- By Bill Bonner
The train, scheduled to leave at 10 pm on Saturday night did not actually push off until 9 am the following day - after a caller advised us to get to the station "no later than 6" so we wouldn't miss it. We fulfilled our part of the deal. Alas, the canook Amtrak failed. Re-scheduled for 7, it was then rescheduled again for 7:30...then 8...
"The train got in late to the station...and then we had to wait to find a new engineer," was the word we got when we asked about it.
"People have been running trains for a long time," we began a lecture. "There is nothing unpredictable about it... Besides, a train is a big object, you should know where it is. Then, it's a simple matter to compute when it will arrive. You know, distance divided by speed..."
We felt an elbow. It was Elizabeth telling us to knock it off.
Tempted to feel sorry for ourselves, instead we said a prayer for the poor economy class travelers, who would probably be chained to their seats and whipped with barbed wire.
But now we are rolling along...too bad about the Wifi. There isn't any. Nor does the mini-fridge. And the train has been backing up as much as it has been going forward. But heck...the staff is friendly and the scenery is magnificent.
Word comes this morning that Greek banks have re-opened. Bank customers have been separated from their money for three weeks. Even now, they are allowed only brief conjugal visits. They may take out only up to 420 euros per week.
The Greek stock market has re-opened too. Without Wifi we have not been able to get an update. Greek stocks, as you might imagine, have gotten beaten harder than a traveler on the Canadian train system. They are down as much as 95% from their 2007 highs. The average one sells for only a little more than 2 times earnings. Many sell for barely a single year's cashflow.
It's not for us to know at what price Greek stocks should trade. But the Greeks have been around a long time. They're probably not going away. And neither are their companies.
And some of the biggest pay-offs in the investment world have come from putting money into places no one else wanted to go. It's the beaten down, despised, sad-sack of a market that has the greatest potential; it has nowhere to go but it.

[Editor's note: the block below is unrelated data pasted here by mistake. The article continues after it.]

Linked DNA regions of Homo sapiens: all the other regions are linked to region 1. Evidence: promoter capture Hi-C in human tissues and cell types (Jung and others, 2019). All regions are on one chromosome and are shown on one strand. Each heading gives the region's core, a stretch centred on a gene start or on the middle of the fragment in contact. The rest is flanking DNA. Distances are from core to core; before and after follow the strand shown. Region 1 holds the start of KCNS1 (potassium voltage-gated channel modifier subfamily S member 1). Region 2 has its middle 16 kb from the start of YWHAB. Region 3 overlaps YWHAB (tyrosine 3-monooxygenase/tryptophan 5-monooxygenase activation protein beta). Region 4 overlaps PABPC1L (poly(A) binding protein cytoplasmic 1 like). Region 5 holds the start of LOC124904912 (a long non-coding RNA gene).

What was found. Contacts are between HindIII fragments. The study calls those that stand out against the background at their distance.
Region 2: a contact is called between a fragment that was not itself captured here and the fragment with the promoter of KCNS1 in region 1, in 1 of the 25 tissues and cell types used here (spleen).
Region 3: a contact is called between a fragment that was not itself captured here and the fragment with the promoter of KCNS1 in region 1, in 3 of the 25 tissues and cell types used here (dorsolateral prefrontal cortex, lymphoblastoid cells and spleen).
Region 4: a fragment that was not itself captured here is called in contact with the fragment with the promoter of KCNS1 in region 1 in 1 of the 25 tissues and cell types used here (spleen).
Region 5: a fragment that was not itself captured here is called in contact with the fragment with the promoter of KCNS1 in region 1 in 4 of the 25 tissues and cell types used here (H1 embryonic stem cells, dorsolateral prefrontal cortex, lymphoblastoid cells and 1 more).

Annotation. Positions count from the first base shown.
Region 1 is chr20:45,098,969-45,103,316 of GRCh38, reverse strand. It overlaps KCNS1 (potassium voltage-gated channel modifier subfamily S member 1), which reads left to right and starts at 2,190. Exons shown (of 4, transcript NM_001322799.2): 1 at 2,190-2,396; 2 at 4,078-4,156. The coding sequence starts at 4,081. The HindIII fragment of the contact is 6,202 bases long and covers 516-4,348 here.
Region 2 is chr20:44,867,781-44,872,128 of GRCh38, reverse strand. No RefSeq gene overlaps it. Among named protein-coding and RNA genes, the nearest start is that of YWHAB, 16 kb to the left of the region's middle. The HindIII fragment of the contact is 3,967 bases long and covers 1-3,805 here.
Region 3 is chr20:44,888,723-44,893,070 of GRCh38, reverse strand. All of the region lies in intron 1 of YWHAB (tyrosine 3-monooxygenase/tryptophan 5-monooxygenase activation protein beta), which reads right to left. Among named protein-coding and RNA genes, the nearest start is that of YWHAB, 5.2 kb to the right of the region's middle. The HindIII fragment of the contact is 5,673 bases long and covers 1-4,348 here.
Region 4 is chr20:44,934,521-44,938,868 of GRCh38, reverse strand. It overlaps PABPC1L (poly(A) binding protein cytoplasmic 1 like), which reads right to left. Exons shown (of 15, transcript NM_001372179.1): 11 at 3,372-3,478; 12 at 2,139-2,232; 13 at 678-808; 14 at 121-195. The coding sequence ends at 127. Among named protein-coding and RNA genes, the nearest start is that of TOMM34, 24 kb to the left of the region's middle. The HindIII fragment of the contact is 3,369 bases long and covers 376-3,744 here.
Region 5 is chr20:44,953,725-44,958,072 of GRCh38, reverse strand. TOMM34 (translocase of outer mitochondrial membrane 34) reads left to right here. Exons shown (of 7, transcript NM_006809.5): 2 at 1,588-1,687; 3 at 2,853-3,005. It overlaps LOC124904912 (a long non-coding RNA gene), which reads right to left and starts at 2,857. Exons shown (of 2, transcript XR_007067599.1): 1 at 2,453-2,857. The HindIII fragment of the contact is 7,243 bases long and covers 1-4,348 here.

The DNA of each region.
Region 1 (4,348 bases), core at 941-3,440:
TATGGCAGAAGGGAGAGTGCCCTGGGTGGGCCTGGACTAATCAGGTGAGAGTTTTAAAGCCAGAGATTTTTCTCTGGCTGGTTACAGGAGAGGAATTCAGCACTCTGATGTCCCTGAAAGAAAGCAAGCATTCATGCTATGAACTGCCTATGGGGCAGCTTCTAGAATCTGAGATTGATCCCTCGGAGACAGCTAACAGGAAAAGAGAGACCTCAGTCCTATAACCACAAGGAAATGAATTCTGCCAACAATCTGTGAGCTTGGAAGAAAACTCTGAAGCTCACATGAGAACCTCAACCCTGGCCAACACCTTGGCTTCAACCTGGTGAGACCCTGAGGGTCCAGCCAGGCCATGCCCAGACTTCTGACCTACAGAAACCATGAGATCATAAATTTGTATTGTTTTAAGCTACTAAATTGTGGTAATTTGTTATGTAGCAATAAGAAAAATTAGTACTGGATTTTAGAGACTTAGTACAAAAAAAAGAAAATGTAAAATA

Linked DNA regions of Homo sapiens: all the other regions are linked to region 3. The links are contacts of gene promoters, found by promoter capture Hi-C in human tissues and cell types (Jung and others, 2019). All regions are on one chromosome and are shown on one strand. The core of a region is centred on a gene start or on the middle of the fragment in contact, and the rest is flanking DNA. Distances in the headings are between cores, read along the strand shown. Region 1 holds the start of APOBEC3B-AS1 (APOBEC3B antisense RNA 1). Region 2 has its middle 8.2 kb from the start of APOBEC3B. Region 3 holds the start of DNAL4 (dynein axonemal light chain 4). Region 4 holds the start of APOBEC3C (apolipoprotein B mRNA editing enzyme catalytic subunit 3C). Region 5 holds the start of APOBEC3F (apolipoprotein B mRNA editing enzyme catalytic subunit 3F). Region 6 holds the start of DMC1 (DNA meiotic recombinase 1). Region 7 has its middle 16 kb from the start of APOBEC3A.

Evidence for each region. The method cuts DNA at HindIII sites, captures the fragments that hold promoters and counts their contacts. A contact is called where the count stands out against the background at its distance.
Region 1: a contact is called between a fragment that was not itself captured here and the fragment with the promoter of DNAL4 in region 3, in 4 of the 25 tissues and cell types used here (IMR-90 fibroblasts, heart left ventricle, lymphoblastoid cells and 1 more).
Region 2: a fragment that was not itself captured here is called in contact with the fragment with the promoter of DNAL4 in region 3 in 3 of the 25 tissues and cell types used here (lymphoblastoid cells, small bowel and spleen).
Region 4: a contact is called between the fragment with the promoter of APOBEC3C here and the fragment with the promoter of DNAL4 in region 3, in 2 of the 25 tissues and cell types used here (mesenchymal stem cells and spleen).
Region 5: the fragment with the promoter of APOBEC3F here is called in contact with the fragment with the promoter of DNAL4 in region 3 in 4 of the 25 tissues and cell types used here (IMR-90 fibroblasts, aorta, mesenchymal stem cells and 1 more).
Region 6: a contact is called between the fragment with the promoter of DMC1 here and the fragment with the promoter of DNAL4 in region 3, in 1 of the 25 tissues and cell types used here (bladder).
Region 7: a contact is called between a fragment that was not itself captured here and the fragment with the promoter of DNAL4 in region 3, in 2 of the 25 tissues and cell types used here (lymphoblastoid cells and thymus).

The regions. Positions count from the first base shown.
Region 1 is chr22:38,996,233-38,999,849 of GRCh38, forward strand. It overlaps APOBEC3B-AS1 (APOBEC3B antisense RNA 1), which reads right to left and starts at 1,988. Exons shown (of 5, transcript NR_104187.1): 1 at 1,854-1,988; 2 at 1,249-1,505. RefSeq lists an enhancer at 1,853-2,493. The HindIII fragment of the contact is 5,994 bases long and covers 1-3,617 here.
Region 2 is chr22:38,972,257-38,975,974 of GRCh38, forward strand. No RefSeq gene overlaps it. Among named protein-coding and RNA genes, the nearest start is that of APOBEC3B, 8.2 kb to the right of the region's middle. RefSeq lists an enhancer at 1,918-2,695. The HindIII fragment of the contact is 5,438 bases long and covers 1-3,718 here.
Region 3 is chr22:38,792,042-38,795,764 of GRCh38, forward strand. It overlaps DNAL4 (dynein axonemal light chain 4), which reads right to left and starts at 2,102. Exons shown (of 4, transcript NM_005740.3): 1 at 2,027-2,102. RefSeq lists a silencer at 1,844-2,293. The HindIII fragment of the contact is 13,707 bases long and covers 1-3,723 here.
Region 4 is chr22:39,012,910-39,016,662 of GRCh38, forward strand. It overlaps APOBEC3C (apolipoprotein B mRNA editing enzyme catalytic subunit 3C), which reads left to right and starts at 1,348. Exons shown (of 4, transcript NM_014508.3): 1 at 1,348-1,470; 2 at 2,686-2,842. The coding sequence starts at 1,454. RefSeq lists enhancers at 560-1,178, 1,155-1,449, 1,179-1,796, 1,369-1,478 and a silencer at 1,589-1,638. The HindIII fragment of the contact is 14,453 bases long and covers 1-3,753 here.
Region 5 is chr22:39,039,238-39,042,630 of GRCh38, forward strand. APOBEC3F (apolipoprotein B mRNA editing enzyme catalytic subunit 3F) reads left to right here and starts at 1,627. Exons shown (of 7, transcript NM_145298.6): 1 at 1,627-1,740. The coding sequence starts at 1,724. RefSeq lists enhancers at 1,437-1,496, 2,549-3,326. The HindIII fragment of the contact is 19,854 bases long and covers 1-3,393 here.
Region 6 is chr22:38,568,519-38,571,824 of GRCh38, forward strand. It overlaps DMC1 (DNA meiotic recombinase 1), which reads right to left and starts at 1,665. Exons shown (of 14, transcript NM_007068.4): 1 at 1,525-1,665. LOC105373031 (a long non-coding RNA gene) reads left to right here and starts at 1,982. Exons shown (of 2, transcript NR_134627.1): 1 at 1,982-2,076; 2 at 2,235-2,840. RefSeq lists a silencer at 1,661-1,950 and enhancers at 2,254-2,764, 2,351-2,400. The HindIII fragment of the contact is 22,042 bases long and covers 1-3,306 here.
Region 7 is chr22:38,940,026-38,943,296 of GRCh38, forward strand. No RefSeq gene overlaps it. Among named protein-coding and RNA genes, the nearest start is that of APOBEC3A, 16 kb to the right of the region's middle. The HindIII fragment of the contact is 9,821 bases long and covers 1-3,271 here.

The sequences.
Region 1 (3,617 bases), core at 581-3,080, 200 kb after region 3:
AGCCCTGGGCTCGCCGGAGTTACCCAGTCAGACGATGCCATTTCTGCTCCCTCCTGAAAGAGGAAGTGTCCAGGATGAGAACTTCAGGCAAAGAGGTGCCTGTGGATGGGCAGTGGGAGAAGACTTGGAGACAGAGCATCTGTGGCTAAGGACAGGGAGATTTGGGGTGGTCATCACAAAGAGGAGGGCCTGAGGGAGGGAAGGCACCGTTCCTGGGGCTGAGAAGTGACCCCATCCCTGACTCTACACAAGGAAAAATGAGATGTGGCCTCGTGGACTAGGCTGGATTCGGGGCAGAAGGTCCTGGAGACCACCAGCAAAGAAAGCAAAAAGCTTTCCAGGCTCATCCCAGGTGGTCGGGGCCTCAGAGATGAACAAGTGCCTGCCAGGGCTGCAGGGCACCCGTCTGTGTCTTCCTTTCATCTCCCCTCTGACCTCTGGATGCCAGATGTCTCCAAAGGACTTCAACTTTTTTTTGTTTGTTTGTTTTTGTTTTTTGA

If you had invested in the Turkish stock market back in 1988, for example, today your investment would show a 1,188,047% gain. Every dollar invested, in other words, would be worth more than $11,000. Back in 1988, Argentina was a mess too. If you had put your money there, you'd have a 39,297,300% gain. Had you invested $10,000, you'd now have $392,973,000.
But the drama isn't over in Greece. Poor Alexis Tsipras is stuck. On the one side is the hard place, where many of his party members are refusing to go along with the deal he just made. On the other are the rocks of Northern Europe, especially Germany, that are refusing to give an inch. Most likely, his government will be history in a few weeks, with the need for new elections...more negotiations...more cans, more kicks...and more absurdities.
In the meantime, it is amazing how much nonsense is published on the subject. The mainstream press has turned it into a simpleton's bug story, a struggle between Greek grasshoppers and German ants. Readers are expected to take sides - either for the poor Greeks or against them. Most economists weigh in on the side of the Greeks - urging Germany to give the grasshoppers a break -- more time...more money...and more rope. They believe it will stimulate the Greek economy, making it easier for Athens to pay its debts.
But the whole show is silly The Greeks aren't going to start acting like ants. They aren't going to pay back old loans, or new ones. And lending more money to people who already owe too much is never going to help an ailing economy.
Bill Bonner is the President & Founder of Agora Inc, an international publisher of financial and special interest books and newsletters.